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## Three Problems In Quantitative Risk Management

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**Author**

Mitra, Abhimanyu

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**Abstract**

This thesis deals with the approximation of the probability of remote risk regions. The simplest example is to compute P[X > x] for a one-dimensional random variable X and a large threshold x. Such probabilities give useful measures of risk. We consider three problems related to the approximation of the probability of a risk region. The first, an important problem in finance and insurance, is to approximate the probability that a sum of losses, X + Y, exceeds a large threshold. We investigate a common case where the distribution of (X, Y ) belongs to the maximal domain of attraction of a bivariate Gumbel distribution with X and Y being asymptotically independent [18, pages 18, 229] so that both X and Y are in the maximal domain of attraction of the Gumbel distribution. We obtain sufficient conditions to guarantee tail equivalence of X + Y and X , that is lim x[RIGHTWARDS ARROW][INFINITY] P(X + Y > x)/P(X > x) ∈ (0, [INFINITY]). Under the further assumption of nonnegativity of losses, the result is extended to aggregation of any finite number of losses. We explore the asymptotics of finite linear combinations of losses n i =1 ai Xi with ai [GREATER-THAN OR EQUAL TO] 0, i = 1, 2, [MIDDLE DOT] [MIDDLE DOT] [MIDDLE DOT] , n, which we then use to suggest an approxi- mate solution for an optimization problem applicable to portfolio design. As opposed to aggregation of a fixed number of losses dealt with in the first problem, in the second problem we deal with aggregation of a random number of losses. This problem arises from warranty claims modeling. Consider a retail company, for example a car company, that sells items each of which is covered by a warranty for a period W. To decide on a reserve for the next quarter, the company has to estimate the quantiles of the distribution of the total warranty cost for the next quarter, based on historical data. Here, each warranty claim arriving in the next quarter is a loss to the retail company and the total cost is the aggregation of such losses. However, the number of claims that will arrive in the next quarter is random. We approximate the distribution of total warranty cost using minimal assumptions on the sales process and the nature of arrival of claims thus making the approximation robust against model error. We suggest a method of computing quantiles of the distribution of the total warranty cost in the next quarter using historical data, which is applied to warranty claims data from a car manufacturer for a single car model and model year. The third problem deals with joint tail probability estimation, for example P[Z 1 > x, Z 2 > y] for two large thresholds x and y. The joint tail probability P[Z 1 > x, Z 2 > y] is a useful measure of risk which helps us understand the tail-dependence of Z 1 and Z 2 . Under the standard model for heavy-tailed losses, multivariate regular variation (abbreviated MRV) [47, page 172] often estimates P[Z 1 > x, Z 2 > y] as zero but hidden regular variation (HRV) [46] offers a refinement of MRV which provides a non-zero and more accurate estimate of P[Z 1 > x, Z 2 > y]. In prior work, HRV was defined only on the cone E(2) = {x ∈ [0, [INFINITY]]d : x(2) > 0}, where x(2) is the second largest component of x. We extend HRV on other sub-cones E(l) = {x ∈ [0, [INFINITY]]d : x(l) > 0} of E(2) as well, 3 [LESS-THAN OR EQUAL TO] l [LESS-THAN OR EQUAL TO] d, where x(l) is the l-th largest component of x. For d > 2, this extended model of HRV significantly improves the accuracy of the estimates of joint tail probabilities compared to the earlier model of HRV. We suggest some exploratory methods of detecting the presence of HRV on E(l) , 2 [LESS-THAN OR EQUAL TO] l [LESS-THAN OR EQUAL TO] d. Using HRV, we devise a method of estimating joint tail prob- abilities P[Z i1 > xi1 , Z i2 > xi2 , [MIDDLE DOT] [MIDDLE DOT] [MIDDLE DOT] , Z il > xil ] for 2 [LESS-THAN OR EQUAL TO] l [LESS-THAN OR EQUAL TO] d, 1 [LESS-THAN OR EQUAL TO] i1 < i2 < [MIDDLE DOT] [MIDDLE DOT] [MIDDLE DOT] < il [LESS-THAN OR EQUAL TO] d from data. We apply our method to Internet traffic data to compute a measure of burstiness.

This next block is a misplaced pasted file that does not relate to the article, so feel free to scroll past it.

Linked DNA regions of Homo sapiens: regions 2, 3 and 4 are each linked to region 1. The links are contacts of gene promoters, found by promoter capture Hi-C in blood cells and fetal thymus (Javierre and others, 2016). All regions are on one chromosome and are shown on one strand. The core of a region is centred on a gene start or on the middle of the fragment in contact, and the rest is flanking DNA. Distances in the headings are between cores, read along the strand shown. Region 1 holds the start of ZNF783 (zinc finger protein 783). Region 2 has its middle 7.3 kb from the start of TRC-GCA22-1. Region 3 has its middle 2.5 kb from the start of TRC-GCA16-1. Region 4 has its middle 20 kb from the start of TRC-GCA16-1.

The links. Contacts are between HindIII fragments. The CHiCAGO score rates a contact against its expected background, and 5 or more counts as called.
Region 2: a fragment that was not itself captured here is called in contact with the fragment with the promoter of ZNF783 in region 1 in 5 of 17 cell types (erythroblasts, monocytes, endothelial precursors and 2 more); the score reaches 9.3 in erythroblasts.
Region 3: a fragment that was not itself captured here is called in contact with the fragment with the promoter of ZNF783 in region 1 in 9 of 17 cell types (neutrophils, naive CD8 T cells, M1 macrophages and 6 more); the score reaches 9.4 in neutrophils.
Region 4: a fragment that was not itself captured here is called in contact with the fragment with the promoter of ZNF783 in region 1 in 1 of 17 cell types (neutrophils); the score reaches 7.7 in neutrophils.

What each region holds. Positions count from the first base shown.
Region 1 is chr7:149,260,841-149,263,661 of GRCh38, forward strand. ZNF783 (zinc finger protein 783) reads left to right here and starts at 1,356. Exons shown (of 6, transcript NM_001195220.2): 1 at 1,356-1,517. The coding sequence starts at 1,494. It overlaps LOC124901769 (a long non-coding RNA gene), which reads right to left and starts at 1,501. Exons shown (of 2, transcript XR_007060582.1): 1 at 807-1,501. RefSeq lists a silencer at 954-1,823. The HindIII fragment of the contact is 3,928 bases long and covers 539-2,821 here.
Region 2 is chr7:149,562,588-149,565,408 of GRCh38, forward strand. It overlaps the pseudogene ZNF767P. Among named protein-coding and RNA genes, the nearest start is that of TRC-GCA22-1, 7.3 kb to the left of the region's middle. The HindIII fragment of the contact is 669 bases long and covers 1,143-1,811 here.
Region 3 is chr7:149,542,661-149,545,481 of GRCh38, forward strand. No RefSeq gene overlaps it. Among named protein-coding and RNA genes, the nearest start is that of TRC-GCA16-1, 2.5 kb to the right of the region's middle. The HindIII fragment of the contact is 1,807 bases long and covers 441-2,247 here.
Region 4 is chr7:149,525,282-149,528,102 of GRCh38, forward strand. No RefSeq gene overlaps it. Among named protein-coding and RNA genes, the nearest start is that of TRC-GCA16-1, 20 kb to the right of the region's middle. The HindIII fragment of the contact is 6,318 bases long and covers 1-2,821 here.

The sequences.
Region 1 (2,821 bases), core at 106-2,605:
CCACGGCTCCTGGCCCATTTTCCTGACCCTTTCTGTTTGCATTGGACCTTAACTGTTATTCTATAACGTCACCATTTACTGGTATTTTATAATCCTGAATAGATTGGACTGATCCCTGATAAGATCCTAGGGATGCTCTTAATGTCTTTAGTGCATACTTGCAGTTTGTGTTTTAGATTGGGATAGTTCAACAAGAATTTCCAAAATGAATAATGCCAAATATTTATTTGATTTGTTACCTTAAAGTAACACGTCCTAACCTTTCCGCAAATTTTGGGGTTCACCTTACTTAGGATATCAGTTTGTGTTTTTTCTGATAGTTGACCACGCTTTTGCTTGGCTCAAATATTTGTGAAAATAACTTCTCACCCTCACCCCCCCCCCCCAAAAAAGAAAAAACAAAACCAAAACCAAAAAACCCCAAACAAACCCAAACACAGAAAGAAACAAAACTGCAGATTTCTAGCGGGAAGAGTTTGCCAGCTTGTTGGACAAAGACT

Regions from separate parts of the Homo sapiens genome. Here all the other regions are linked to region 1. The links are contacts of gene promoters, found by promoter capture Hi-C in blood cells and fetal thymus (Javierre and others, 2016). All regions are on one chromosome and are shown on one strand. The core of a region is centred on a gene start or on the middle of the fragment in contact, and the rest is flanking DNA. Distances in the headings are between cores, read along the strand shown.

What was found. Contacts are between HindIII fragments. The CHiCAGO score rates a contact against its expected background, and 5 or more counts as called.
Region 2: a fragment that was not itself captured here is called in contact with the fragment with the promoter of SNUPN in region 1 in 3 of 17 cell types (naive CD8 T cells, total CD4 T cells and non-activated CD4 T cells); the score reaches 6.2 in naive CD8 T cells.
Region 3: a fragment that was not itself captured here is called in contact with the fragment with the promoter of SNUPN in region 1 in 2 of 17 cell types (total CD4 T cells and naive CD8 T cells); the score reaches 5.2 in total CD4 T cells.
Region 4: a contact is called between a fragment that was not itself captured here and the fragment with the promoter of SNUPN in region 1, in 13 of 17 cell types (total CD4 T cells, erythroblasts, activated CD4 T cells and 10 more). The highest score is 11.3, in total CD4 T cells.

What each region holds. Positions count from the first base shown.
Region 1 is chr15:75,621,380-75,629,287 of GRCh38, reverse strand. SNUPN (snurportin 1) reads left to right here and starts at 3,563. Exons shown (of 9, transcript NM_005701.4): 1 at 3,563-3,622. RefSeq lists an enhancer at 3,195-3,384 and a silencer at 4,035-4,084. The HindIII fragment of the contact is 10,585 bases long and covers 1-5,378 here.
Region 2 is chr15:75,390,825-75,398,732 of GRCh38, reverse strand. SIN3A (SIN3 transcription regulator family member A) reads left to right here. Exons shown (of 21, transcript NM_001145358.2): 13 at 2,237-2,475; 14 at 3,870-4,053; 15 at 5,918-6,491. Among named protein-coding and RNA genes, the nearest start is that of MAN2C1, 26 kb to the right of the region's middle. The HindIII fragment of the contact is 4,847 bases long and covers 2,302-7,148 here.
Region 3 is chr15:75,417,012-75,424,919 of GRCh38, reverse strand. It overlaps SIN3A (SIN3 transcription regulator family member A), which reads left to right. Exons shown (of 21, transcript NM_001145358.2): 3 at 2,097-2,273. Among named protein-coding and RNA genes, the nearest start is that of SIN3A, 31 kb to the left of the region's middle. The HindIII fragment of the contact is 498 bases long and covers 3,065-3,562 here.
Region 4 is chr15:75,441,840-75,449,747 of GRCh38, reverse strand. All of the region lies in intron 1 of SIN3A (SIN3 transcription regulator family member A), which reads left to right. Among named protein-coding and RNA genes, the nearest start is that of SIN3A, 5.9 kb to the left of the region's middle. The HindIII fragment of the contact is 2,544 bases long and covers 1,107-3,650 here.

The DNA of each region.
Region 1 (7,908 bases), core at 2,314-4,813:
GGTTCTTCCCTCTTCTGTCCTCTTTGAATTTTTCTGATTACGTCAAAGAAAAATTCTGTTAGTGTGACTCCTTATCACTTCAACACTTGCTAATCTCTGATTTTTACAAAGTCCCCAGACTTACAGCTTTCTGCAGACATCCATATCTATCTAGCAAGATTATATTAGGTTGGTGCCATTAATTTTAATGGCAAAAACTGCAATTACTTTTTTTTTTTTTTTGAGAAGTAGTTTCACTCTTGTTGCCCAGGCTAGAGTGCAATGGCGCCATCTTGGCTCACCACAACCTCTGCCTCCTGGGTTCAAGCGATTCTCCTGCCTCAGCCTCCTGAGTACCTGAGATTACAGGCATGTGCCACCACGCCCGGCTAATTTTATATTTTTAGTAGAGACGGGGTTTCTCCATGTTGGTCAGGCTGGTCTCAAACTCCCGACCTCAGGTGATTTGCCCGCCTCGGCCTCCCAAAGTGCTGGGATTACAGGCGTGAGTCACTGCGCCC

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**Date Issued**

2011-05-31#####
**Subject**

Quantitative risk mamangement; Hidden regular variation; Aggregation of risks

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**Committee Chair**

Resnick, Sidney Ira

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**Committee Member**

Jarrow, Robert A.; Todd, Michael Jeremy

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**Degree Discipline**

Operations Research

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**Degree Name**

Ph.D. of Operations Research

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**Degree Level**

Doctor of Philosophy

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**Type**

dissertation or thesis